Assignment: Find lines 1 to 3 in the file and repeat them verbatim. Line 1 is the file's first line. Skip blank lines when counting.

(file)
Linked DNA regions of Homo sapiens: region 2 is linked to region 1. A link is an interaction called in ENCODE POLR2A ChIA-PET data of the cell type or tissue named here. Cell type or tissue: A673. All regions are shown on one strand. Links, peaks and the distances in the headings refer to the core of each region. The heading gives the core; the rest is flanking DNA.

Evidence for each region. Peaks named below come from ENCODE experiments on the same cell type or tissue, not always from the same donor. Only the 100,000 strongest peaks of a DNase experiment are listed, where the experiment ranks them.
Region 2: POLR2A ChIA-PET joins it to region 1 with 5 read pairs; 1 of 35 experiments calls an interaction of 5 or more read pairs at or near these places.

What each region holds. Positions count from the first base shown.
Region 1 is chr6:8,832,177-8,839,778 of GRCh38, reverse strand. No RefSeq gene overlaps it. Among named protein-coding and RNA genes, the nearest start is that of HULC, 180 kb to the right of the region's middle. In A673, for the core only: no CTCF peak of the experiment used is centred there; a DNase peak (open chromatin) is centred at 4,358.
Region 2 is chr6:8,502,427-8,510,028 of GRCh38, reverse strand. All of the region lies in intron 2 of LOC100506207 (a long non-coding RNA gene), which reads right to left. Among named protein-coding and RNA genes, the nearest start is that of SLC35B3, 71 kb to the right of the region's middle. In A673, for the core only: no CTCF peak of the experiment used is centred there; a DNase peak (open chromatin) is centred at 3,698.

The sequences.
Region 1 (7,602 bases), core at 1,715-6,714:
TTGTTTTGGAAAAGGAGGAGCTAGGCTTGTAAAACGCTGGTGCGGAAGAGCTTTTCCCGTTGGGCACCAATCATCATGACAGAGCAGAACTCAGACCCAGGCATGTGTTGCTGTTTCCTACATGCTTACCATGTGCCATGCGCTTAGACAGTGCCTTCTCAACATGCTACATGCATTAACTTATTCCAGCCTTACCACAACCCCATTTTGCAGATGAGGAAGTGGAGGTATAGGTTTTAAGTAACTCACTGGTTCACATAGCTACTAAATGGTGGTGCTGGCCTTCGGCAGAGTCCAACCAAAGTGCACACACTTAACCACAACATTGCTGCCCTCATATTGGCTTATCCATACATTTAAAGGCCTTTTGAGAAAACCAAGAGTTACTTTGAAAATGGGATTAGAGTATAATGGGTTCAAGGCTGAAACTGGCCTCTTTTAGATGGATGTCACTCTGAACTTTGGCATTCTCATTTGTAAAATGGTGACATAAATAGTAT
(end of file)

Linked DNA regions of Homo sapiens: region 2 is linked to region 1. A link is an interaction called in ENCODE POLR2A ChIA-PET data of the cell type or tissue named here. Cell type or tissue: A673. All regions are shown on one strand. Links, peaks and the distances in the headings refer to the core of each region. The heading gives the core; the rest is flanking DNA.

Evidence for each region. Peaks named below come from ENCODE experiments on the same cell type or tissue, not always from the same donor. Only the 100,000 strongest peaks of a DNase experiment are listed, where the experiment ranks them.
Region 2: POLR2A ChIA-PET joins it to region 1 with 5 read pairs; 1 of 35 experiments calls an interaction of 5 or more read pairs at or near these places.